Sunday, August 09, 2009

Flesh and spirit: Over at iSteve, we see that liberals continue to worship the Scandinavians and are mystified by their efficiency. More than once, Steve has made the emperor-has-no-clothes point that, duh, Scandinavians are so... Scandinavian. The funny thing is that we totally get his tautology. He's not saying that their institutional arrangements are efficient, or that they have the right culture, or that they act as they do because of historical circumstances. When you talk about identity, we automatically think biology.

Why do people get angry when HBD-ers claim that the racial IQ gap is part genetic, and not when others say that blacks are dumb because of bad schools? It's because we believe that we are our genes, but we are not our environment. At the genetic level, egalitarians tell us, we're all potential Einsteins. Our true selves are awesome, it's just the institutions are bad.

This is all very convenient for liberals, but I detect an inconsistency. When I was in student, profs kept assigning readings that argued that on the question of abortion, nurture trumps nature. The body doesn't matter; it's culture that defines who you are. Then I'd read about some exotic tribe that doesn't consider you human until you can speak. Much of social science sees human beings the same as religious folks do: minds or spirits residing in a house of flesh. But it adds a collectivist twist that all spirits are interconnected and the product of each other. So which is it? Is our core spirit or flesh? Come on now: flesh is the only serious answer. You can have flesh without spirit, but no spirit without flesh.

Okay, you say, but what about all the biologists who are pro-choice? My guess is this, and people should weigh in an tell me where I'm wrong. It's overkill to call it the Mengela Syndrome, but it does get at the phenomenon that familiarity and science breed callousness. I don't have data, but many doctors and nurses seem to favor things like abortion and physician-assisted suicide because the job requires one to objectify the patient. It's too hard to get your job done if every person you treat is as human as, say, your own child. You might respond that they see a lot of suffering and want to relieve it. Fair enough, but science in general encourages the objectification of humans. There is a tendency to see them as objects to be manipulated. As much as I respect science, it is one cold bastard.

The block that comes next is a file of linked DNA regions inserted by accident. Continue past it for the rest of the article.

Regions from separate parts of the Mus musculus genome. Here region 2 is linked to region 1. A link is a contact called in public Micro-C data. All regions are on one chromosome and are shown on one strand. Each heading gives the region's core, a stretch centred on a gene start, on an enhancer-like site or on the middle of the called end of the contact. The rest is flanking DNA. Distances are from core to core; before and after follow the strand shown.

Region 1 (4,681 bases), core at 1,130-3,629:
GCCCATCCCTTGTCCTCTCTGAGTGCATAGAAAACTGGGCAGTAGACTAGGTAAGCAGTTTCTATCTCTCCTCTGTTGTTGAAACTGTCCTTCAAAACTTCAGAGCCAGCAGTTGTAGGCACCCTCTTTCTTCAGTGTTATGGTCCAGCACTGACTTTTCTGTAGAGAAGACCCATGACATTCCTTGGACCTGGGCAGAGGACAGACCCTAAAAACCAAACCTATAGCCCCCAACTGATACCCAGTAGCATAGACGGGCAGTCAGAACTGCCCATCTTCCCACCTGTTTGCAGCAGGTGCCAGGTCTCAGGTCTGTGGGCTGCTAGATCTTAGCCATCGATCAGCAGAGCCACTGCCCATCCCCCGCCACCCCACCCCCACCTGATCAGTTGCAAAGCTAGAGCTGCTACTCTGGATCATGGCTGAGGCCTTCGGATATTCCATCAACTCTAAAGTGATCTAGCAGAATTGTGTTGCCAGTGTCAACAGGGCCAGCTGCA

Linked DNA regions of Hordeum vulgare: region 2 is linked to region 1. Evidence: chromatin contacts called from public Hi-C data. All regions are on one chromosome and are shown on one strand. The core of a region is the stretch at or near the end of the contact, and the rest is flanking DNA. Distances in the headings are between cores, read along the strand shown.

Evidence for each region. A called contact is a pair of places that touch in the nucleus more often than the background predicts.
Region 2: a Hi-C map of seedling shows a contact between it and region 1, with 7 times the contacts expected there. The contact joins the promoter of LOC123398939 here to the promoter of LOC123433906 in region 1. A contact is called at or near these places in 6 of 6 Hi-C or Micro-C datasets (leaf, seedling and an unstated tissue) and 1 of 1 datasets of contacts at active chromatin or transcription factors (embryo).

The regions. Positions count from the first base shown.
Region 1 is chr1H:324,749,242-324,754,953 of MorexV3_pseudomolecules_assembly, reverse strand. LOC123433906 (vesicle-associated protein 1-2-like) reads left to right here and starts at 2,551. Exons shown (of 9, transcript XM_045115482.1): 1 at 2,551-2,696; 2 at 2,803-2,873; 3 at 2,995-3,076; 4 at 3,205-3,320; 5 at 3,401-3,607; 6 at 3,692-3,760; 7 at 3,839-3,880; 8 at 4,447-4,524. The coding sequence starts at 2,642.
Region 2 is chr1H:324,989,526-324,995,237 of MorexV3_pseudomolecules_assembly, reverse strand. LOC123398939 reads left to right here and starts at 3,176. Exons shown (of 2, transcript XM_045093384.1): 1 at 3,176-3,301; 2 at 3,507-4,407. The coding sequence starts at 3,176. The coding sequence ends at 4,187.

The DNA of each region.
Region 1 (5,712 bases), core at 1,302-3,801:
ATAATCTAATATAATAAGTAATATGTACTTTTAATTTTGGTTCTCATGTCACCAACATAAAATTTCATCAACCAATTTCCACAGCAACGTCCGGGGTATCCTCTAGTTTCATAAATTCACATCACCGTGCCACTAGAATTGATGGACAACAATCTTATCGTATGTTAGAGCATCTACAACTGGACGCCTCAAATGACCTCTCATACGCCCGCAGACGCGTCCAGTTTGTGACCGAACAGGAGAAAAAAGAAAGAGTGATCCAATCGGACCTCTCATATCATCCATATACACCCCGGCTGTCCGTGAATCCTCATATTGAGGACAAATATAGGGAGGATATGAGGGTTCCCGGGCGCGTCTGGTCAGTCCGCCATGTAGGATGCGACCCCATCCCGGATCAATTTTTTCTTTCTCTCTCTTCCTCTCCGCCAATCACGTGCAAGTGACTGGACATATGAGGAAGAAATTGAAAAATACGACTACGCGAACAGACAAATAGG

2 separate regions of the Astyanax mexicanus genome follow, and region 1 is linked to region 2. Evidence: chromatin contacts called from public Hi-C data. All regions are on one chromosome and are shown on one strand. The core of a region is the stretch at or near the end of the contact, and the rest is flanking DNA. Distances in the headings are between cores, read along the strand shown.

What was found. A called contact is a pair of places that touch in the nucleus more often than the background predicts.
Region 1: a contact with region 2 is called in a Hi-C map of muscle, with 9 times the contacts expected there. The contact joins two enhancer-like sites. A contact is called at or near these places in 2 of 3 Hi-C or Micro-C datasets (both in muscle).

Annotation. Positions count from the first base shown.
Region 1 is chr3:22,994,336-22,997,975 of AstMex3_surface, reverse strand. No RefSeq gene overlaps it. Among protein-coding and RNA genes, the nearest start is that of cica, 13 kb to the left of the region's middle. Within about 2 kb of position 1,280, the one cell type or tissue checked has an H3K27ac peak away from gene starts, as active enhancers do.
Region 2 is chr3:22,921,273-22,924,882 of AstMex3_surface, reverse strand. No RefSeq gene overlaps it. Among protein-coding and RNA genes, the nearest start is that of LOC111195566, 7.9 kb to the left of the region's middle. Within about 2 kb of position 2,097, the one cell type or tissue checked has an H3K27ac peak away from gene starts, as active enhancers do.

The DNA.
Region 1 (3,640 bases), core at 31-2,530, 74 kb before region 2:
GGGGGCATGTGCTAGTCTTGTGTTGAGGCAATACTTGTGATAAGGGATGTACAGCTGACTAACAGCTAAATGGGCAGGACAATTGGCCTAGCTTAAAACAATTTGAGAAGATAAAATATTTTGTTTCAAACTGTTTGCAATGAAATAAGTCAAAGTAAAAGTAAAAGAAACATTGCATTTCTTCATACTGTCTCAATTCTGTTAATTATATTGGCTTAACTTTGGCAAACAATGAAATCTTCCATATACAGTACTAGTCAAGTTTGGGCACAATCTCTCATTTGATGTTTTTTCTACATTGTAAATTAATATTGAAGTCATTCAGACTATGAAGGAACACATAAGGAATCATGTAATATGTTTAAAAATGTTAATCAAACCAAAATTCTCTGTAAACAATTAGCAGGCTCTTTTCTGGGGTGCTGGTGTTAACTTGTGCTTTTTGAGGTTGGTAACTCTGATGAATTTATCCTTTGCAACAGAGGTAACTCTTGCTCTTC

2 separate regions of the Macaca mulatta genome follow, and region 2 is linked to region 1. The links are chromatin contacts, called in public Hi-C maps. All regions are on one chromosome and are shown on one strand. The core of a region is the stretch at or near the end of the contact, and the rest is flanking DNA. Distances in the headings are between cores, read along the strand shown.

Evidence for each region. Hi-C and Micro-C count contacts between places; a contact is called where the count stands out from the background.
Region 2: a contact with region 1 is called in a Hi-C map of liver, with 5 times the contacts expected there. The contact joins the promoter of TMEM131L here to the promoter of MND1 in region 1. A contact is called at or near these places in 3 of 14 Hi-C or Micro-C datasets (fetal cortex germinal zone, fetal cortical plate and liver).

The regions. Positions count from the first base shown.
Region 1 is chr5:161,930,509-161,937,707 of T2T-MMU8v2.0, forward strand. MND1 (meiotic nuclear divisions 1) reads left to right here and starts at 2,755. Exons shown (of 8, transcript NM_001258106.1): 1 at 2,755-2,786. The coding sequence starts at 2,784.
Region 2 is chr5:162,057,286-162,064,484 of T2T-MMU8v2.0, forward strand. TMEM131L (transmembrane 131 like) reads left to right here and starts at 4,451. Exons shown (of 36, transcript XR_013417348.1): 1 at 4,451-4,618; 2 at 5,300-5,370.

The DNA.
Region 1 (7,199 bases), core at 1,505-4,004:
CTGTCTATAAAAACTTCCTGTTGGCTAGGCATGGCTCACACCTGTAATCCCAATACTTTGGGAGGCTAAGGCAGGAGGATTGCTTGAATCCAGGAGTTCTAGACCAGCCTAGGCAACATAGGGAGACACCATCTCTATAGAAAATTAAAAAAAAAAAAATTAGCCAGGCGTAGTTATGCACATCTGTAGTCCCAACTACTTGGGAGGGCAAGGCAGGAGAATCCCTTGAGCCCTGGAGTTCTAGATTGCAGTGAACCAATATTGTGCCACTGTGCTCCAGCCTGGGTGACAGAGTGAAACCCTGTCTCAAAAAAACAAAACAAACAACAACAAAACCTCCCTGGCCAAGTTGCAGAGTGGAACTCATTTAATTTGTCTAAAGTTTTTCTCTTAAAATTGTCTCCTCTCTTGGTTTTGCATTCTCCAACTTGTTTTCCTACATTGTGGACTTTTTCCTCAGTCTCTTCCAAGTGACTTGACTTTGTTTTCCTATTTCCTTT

(Also--science breeds secularism which breeds liberalism, and people often pick their views to match those of their political party.)


  1. "It's overkill to call it the Mengela Syndrome, but it does get at the phenomenon that familiarity and science breed callousness."

    Tenderness decreases as we prove

    --Emily Dickinson.

  2. "One cold bastard?" How many times have we heard that in regards to HBD? "But... but... even if it's true, it's not nice!" Better the comforting lie than the harsh reality, eh? But it's cruel to be kind. When your false but comforting map leads you over the edge of a canyon, how nice is it, really?

  3. I don't know. I think most HBDers accept the existence of an environmental component, we just think that there is a genetic component to most human behavioral variation as well.

  4. I'm not convinced liberals don't think Scandinavia is Scandinavia because of culture. Hell, I think culture is a huge part of it myself. They used to be Vikings, after all.

  5. Anonymous6:53 PM

    Scandinavians are honest to a fault. In the U.S., this type of system would collapse.

    Some miscellaneous stuff:
    A Swede is unlikely to spew all sorts of vulgarities at you for accidently stepping on his new sneakers.
    A Finn knows when to shut up when the movie starts.
    Norwegians actually use their public trash cans.
    A Dane understands that blasting music at 2:00 AM will disturb sleeping neighbors.

    Until we somehow get people to develop this type of conscientiousness, the Scandinavian model that liberals love will never work.

  6. Anonymous7:10 PM

    First I must state that I pretty much disagree with you re everything on your blog. I am pro-abortion, pro-birth control, pro-death-penalty, and feminist.

    However, unfortunately you are right on the mark that medical science objectifies its patients.

    On some level this is a matter of practicality. A doctor must establish some degree of aloofness from the patient. A doctor that is too emotionally attached to a patient cannot treat that patient with the required analytical ability.

    It is an unfortunate truth.


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